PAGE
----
Manitoba

Couple married for 75 years first met in revolving door at The Bay in downtown Winnipeg

Some romances begin when two people lock eyes from across a crowded room, but Ruth Schroeder met her partner of 75 years in a revolving door at The Bay in downtown Winnipeg.

Ruth Schroeder, 99, says she was saddened to learn of the iconic store's closure

Ruth Schroeder would get quizzical looks from her children when she told them she met their father in a revolving door. (Twitter/Amanda McVicar)

Some romances begin when two people lock eyes from across a crowded room, but Ruth Schroeder met her partner of 75 years in a revolving door at The Bay in downtown Winnipeg.

In 1942, Schroeder and her sister were walking into The Bay to do some shopping as her future husband John was walking out, through a revolving a door.

"[My sister] waved him because she knew him from before," Schroeder said. "He came back in and we were introduced."

The two were wed in 1945 and moved to the Charleswood area. The couple bounced around several times before settling down just over 60 kilometres south of Winnipeg in the town of Morris, where they ran a greenhouse and still reside.

Many people, including Schroeder, are thinking back to their memories of the iconic Bay building in downtown Winnipeg, after the company announced this week it was closing for good.

Opening its doors in 1926, The Bay was built to meet the demands of the time, encompassing 655,755 square feet over six storeys. But in November 2019, the building was appraised at $0, and the costs to bring it up to code were around $111 million.

The Hudson's Bay Co. had planned to close the building down in February 2021, but new COVID-19 restrictions in Manitoba have forced the building to close sooner.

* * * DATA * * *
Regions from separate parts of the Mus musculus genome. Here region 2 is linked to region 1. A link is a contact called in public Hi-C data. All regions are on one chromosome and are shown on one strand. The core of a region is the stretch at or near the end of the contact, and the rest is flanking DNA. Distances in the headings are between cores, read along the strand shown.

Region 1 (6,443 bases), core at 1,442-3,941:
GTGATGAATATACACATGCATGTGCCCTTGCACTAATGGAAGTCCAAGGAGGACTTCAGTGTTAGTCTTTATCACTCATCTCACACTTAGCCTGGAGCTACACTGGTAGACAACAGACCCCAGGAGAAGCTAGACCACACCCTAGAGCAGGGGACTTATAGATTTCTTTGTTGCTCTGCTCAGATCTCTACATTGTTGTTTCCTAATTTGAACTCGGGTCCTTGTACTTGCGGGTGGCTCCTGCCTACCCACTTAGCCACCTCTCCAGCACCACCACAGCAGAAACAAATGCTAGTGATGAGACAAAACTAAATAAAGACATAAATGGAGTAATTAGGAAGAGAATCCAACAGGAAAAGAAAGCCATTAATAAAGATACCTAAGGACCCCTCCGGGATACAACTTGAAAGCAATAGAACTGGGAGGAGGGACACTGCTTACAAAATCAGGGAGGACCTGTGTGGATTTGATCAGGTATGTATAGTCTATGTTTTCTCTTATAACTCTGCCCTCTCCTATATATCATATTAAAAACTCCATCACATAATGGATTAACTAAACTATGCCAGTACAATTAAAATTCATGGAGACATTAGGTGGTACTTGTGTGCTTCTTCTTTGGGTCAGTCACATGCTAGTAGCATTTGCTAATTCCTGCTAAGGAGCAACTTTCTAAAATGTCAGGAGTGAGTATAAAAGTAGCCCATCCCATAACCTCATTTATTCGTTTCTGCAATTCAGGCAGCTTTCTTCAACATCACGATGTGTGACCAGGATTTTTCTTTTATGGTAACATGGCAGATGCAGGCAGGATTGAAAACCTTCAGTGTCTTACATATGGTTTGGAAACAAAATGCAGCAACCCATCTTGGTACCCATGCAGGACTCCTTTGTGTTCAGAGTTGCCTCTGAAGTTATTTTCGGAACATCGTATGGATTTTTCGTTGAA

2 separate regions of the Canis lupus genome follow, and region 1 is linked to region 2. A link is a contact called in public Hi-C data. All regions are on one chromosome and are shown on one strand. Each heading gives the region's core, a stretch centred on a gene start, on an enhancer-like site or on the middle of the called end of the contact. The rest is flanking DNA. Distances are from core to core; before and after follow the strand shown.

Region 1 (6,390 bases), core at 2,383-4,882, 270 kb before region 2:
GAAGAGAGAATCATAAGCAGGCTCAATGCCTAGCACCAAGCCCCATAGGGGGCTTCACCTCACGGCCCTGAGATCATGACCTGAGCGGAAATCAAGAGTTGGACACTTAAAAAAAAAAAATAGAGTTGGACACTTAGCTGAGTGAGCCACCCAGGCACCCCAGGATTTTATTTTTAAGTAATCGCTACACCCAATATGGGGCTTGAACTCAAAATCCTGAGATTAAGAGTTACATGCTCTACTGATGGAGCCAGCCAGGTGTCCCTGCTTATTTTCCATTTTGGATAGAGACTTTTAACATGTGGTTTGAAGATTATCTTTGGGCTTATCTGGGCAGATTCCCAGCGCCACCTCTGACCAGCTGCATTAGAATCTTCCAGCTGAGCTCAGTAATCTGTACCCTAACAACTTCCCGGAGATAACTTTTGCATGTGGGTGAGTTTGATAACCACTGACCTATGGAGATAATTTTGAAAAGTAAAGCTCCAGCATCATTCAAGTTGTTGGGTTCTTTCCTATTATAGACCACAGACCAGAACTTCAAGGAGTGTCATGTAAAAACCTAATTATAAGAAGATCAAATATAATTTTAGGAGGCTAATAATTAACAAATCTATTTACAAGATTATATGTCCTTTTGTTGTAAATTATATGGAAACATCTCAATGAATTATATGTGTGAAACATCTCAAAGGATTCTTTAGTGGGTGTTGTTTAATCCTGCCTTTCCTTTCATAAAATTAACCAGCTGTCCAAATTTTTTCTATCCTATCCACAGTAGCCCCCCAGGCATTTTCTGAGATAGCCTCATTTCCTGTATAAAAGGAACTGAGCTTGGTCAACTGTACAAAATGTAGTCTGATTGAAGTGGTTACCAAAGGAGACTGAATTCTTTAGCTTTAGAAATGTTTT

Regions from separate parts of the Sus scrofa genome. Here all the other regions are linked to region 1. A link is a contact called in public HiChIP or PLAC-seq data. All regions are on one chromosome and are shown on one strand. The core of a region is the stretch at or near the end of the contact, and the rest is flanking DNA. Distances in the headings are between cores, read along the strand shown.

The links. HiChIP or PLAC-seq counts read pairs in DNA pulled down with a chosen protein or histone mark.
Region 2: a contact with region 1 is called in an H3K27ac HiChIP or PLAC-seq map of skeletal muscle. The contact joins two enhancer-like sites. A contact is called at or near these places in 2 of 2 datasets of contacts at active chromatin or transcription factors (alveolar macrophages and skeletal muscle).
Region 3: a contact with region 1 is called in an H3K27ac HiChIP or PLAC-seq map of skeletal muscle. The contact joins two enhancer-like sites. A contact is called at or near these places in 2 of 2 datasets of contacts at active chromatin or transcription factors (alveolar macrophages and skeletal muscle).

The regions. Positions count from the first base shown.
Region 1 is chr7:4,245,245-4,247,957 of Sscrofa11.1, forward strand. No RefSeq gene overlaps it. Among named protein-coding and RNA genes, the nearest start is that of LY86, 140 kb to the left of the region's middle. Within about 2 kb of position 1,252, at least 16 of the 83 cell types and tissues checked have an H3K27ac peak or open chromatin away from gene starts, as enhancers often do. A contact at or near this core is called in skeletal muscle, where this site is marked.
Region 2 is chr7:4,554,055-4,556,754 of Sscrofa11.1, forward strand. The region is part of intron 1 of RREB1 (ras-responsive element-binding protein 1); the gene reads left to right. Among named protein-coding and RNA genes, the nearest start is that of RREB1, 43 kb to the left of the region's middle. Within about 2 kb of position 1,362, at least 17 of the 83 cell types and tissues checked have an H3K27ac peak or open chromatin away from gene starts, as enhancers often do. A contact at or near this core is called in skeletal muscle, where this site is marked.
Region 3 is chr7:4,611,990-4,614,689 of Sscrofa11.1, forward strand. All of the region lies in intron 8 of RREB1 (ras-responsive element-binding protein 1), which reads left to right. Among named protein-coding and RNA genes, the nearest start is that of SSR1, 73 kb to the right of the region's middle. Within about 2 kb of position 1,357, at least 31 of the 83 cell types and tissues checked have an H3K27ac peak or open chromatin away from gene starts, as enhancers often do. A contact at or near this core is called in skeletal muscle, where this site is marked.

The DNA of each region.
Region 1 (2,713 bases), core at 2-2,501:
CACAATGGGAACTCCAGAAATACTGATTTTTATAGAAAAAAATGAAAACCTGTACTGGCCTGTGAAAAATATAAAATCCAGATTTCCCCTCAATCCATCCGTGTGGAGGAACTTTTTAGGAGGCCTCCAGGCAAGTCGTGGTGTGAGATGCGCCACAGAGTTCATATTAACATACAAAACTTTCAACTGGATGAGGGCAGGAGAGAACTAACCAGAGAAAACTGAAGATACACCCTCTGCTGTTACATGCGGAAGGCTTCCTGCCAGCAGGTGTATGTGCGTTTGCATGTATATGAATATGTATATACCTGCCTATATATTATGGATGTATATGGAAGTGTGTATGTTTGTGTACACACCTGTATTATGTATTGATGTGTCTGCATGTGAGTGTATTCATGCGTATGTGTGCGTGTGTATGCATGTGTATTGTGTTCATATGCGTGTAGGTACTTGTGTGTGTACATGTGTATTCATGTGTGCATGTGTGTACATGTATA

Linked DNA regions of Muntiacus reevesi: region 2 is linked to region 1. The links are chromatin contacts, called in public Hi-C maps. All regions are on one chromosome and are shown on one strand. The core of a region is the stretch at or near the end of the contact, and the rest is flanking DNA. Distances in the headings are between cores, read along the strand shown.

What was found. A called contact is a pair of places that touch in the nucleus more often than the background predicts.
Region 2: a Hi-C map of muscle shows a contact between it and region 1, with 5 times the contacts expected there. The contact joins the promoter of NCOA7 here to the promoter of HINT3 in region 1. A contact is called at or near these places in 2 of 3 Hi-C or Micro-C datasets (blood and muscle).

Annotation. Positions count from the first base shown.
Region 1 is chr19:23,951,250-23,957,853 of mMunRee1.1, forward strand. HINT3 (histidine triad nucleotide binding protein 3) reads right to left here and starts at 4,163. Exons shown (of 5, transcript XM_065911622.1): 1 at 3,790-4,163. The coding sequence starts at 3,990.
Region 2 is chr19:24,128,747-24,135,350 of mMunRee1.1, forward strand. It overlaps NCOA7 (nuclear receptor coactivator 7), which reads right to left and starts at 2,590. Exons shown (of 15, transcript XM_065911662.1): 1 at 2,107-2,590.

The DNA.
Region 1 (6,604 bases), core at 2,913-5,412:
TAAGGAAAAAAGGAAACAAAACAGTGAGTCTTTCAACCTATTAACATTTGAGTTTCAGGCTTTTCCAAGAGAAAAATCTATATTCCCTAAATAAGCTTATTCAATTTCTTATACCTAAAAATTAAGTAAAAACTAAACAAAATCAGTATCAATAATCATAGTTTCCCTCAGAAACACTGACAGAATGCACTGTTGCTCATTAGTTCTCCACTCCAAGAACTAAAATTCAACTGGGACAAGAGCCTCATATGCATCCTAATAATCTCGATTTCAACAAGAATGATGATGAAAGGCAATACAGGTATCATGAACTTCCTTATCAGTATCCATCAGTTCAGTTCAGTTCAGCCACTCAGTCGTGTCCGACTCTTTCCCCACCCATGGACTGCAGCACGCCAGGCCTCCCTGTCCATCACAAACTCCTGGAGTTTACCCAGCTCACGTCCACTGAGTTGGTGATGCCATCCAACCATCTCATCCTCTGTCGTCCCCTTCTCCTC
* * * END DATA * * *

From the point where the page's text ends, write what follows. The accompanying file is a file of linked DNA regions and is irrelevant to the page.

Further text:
Hudson’s Bay Company Winnipeg store, Portage Avenue and Memorial Boulevard, circa 1939. It was the company's flagship until it was supplanted by one in Toronto. (Hudson’s Bay Company Archives/Archives of Manitoba)

Schroeder hasn't shopped at the downtown location "for years and years," but the news of the building shutting down still saddened her, she said.

"It has been there for so many years, and it was sort of this historic building. But I can understand it," said Schroeder, who worked in various departments at the store when she first moved to Winnipeg.

Back when Schroeder had her fateful encounter, circa 1942, The Bay "was a nice big store."

"A week before Christmas, they would open the doors about a half-hour before the usual hour, and you could go inside and listen to their choir," she said, referring to the store's in-house choir that would sing near the steps that led to a loft.

"We really enjoyed that."

Today, Schroeder, 99, lives in an apartment in a seniors residence that is about two blocks from the personal care home where her 102-year-old husband lives.

Schroeder and her husband John have been married 75 years. They live about two blocks from each other in the town of Morris. (Twitter/Amanda McVicar)

With files from Riley Laychuk

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